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Get the Spice and Aroma of Sri Lankan Cuisine

Updated on September 26, 2015
Sri Lankan flag
Sri Lankan flag
Sri Lanka in South Asia
Sri Lanka in South Asia

History of Sri Lankan Cuisine

Sri Lanka (earlier known as Ceylon, native name being Sinhal) - the small island country in the southern part of Asia has a rich culinary heritage. The indigenous spices, herbs and distinctive cooking styles of Sri Lanka have attributed to its recognition as one of the finest cuisines in the world. Just as in any other place, Sri Lanka's geographical location, history, economy, culture and social traditions are reflected on the food habits of these islanders.

Being a historical land of rich spices, it had always attracted foreign traders and conquerers such as Moors, Malays, Indians, Arabs, Dutch, Portuguese and British and all these various cultures have left their impressions on the gastronomic heritage of Sri Lanka.

I am very fond of spicy food from Sri Lanka, hence thought of dedicating this hub writing about Sri Lanka's unique cuisine.

Sri Lanka grows a lot of spices
Sri Lanka grows a lot of spices
Coconut tree
Coconut tree
Banana or plantain tree
Banana or plantain tree
passion fruit
passion fruit

Indigenous spices and common ingredients of Sri Lanka


The fertile land of Sri Lanka is blessed with a wide variety of aromatic spices such as cinnamon, cloves, cardamom, black pepper, turmeric, curry leaf, nutmeg and mace.

Coconut, palm and plantain:

The tropical beaches of Sri Lanka are fringed with:

  • slender coconut trees,
  • palm trees and
  • banana (also called plantain) trees,

which is why the islanders extensively use these in their culinary delicacies. The curries and many other dishes are mainly based on coconut milk or grated coconut. The endospermic liquid inside a fresh green coconut is highly recommended for drinking. In some of their famous rice dishes, they cook rice in banana leaves to give a unique flavour and two of their local drinks (toddy and arrack) comprise of fermented palm sap.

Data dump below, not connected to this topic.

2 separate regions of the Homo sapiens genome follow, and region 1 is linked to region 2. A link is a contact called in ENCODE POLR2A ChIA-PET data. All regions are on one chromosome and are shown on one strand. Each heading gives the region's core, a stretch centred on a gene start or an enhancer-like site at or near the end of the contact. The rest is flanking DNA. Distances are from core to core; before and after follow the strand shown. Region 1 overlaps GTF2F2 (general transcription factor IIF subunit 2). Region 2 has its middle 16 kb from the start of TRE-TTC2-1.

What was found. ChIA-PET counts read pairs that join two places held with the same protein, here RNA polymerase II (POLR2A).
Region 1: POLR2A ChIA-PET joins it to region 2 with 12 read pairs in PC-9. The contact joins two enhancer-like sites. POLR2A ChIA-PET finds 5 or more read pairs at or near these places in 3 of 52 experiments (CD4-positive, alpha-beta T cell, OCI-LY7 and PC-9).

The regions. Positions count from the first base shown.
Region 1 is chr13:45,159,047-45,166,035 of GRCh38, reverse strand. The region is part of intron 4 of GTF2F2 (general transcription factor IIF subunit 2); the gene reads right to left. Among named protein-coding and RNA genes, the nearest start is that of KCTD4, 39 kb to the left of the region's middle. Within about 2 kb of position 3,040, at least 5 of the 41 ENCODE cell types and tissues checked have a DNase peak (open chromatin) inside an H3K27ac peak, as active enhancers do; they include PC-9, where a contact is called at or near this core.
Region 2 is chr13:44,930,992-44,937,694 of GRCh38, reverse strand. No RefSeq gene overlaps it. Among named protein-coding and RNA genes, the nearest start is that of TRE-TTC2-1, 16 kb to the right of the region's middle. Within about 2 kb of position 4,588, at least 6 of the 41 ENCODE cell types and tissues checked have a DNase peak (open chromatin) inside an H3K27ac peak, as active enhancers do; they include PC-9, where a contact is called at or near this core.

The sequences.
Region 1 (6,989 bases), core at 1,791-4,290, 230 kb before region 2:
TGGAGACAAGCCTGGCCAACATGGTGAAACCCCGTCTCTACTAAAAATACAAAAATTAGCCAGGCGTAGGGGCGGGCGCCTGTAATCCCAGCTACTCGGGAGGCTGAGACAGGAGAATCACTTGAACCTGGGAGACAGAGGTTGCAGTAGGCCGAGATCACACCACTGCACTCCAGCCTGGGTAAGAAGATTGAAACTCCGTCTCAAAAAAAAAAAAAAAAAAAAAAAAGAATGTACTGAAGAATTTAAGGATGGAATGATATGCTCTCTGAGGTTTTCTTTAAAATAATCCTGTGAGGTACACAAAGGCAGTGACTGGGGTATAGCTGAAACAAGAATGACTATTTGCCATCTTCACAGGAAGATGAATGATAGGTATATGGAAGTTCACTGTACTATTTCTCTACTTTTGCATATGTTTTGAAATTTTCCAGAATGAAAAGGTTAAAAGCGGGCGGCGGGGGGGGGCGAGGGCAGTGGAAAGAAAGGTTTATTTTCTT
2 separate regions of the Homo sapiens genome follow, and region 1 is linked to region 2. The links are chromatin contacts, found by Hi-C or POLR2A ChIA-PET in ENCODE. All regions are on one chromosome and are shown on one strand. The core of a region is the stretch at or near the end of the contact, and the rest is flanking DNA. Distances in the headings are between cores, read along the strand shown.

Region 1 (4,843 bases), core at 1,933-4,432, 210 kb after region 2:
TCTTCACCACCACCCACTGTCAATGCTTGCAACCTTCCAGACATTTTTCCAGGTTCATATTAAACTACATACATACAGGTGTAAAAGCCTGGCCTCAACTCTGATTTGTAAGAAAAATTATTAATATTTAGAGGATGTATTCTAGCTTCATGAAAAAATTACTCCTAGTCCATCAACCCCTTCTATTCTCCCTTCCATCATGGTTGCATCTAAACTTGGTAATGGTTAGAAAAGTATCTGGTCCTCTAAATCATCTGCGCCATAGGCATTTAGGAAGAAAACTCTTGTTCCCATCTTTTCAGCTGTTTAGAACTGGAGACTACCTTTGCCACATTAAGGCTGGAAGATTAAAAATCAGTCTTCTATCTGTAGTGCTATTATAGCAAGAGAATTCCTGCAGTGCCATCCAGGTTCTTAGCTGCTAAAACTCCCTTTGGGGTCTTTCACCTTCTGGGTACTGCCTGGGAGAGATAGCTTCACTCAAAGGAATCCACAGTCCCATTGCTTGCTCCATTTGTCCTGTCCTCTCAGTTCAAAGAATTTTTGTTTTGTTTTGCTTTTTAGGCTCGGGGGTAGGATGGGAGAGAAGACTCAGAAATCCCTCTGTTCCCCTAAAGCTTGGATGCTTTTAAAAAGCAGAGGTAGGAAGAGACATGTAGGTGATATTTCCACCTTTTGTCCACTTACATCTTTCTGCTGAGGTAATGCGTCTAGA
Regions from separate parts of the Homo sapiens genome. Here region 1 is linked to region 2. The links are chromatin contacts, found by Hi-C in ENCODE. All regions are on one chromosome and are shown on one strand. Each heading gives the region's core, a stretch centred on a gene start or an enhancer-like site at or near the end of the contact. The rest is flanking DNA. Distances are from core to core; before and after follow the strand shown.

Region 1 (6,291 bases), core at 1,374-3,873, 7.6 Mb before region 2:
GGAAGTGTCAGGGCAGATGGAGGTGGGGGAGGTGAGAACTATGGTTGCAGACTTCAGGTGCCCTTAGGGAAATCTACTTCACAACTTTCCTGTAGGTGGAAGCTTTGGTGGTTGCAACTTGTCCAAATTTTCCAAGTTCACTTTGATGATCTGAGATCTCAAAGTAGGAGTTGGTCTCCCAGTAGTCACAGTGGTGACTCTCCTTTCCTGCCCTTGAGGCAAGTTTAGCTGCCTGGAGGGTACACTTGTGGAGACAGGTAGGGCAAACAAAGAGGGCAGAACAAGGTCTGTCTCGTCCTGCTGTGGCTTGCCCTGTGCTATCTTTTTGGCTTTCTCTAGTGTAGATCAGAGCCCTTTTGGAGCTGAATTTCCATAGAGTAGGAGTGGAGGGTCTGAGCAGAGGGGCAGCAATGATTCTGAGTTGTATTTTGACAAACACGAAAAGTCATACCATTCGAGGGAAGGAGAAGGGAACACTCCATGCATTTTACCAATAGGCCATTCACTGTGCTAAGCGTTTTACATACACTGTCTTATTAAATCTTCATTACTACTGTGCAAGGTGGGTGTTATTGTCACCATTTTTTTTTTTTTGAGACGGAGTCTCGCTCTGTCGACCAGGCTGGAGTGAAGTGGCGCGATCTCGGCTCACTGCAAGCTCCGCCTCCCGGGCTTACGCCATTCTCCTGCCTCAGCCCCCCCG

Sri Lanka's climate and soil favours the growth of a wide variety of fruits some of them are rare and only found in this country. TSome of the fruits that are available are

  • mangoes,
  • bananas
  • mangosteens,
  • passion fruit,
  • rambutans,
  • woodapple,
  • cashewapple,
  • pineapple,
  • durians.

Hence fruits form a very important part of Sri Lankan cuisine. The islanders make curried fruits, eat ripe fruits after meal and also consume fresh fruit juices.

Sri Lankan rice with curry, pickles, sambol and mallung
Sri Lankan rice with curry, pickles, sambol and mallung
Parripu curry (red lentils curry)
Parripu curry (red lentils curry)
Green beans mallung
Green beans mallung
coconut sambol
coconut sambol
Fruits of Sri Lanka
Fruits of Sri Lanka

A typical Sri Lankan meal

Main course:

The staple food of Sri Lanka is rice, which is always accompanied by hot and spicy curries. The curries are made of vegetables, fish, meat and eggs and are of a wide range of varieties. In lunch and dinner they usually serve red, white or black curries, the colour being the reflection of the prime ingredients.

Red curries are fiery hot with a lot of red chilli powder or ground red chillies, white curries are mild in taste being cooked in coconut milk base and black curries owe their colour due to coriander, fennel and cumin seeds.

Rice is served with 2-3 different types of curries, usually one fish/meat/egg curry, a vegetable or fruit curry and lentils curry and everything is served at the same time. One of the most popular lentils curry is parripu curry, which is made of red lentils cooked in coconut milk and spices.

Side dishes: